> Then, as I started to be able to eat, there was a good ten days or so of
> extreme physical weakness where it felt like it took a herculean effort
to
> do something like stand up from a sitting position.
> 
> I don't say this is what things will be like for Rich; I don't know.  I
> certainly hope not.  I have certainly learned of late, that even among
> women who've had chemo for breast cancer, many tolerate it much better
than
> I did.  But Rich is in a war, and he doesn't seem to know it or that he's
> being shot at or where his weapons are.
> 
> Oh, I almost forgot.  After the first six days, I had an asthma attack. 
> There was so much going out; I don't know, all of a sudden I couldn't get
> anything in.
> The first time my husband took me to the hospital.  They gave me some IV
> steroids and I started to feel better so I said could I go home.  I never
> had an asthma attack before; I didn't know. Of course, they said fine. 
> Once I got home, it started back up again.  By this time, it was late in
> the evening, so I called 911.  They were not too happy to see me back in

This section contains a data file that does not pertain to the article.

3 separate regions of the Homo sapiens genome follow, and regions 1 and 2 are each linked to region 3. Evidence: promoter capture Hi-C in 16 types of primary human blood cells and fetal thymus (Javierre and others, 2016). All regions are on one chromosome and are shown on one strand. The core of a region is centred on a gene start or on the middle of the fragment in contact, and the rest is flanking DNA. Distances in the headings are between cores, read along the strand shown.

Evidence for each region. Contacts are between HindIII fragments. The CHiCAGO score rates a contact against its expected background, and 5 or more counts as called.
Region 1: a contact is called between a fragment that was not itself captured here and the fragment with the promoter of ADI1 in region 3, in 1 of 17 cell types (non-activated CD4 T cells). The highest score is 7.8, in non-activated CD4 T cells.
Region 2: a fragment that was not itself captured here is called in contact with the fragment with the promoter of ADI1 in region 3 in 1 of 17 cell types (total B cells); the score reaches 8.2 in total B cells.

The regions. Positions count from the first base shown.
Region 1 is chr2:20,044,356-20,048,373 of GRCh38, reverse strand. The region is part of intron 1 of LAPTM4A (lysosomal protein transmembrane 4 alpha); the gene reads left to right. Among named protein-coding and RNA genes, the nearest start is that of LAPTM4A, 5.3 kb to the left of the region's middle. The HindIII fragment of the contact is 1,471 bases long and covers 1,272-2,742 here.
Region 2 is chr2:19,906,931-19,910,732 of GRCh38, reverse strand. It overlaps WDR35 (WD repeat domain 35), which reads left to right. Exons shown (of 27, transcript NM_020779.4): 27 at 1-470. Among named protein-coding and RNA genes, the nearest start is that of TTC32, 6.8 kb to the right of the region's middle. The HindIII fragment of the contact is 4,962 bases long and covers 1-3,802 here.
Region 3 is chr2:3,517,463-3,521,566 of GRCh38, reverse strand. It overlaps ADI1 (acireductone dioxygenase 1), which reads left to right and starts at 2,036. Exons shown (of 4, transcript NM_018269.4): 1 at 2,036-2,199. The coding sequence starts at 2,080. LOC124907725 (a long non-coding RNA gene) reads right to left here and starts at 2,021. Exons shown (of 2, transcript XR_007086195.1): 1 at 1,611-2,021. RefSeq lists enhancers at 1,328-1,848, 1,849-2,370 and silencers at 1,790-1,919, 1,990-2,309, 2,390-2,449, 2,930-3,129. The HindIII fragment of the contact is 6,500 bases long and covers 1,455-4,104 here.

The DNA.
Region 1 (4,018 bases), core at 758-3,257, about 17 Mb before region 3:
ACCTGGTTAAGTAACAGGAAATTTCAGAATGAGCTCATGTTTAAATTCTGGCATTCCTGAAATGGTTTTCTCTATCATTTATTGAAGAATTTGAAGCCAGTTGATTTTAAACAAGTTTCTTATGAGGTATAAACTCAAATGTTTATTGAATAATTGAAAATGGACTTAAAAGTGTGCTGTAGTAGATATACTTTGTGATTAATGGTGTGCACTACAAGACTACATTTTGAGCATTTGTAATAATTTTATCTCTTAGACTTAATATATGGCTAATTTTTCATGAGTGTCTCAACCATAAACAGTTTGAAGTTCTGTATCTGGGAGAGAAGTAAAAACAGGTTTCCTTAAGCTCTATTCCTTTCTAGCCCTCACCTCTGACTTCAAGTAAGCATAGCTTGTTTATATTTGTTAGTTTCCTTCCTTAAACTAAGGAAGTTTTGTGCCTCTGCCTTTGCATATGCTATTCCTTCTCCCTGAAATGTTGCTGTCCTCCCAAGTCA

> the hospital, as neither was I to be there!  They put me back on the
> medicine which finished up about 2:30 in the morning.  I didn't want to
> call my husband at that hour, so I said, PLEASE let me stay until morning
> to make sure everything's allright.  Luckily they did.
> 
> When I found a real doctor, and he got all my papers from the quack I had
> gone to, he told me you never needed any chemo; I think we could
stabilize
> you on hormonal meds, which indeed has happened.
> 
> I don't know if this is helpful to you; only you know how you might use
it
> somehow to help Rich.  I guess the gist of what I'm trying to say is that
> this is reality and it isn't always very pleasant and he may have things
> waiting in the wings for him that aren't very pleasant either.  And the
> sooner he comes to grips with that, and bears down to get ready for it,
the
> better off he'll be and the better chance he'll have to get through it
> successfully.  
> 
> Oh, I think it's pretty well established that pot smoking leads to
cancer,
> just like cigarettes only it takes less time.
> 
> One other thing Vicci, for you.  I had a good seven years of good health
> from my mastectomy to my reoccurrence last December.  I am firmly
convinced
> that a lot of work-related stress I was undergoing for several years had
a
> lot to do with the reoccurrence.  You must find a way, even with all
you're
> dealing with to take care of yourself.  Stress is really the pits.
> 
> Big hug, Vicci, and a lot of pats on the head,
> 
> Martha Cerreto
> 
> P.S:  I'll get back to you about colostomy org.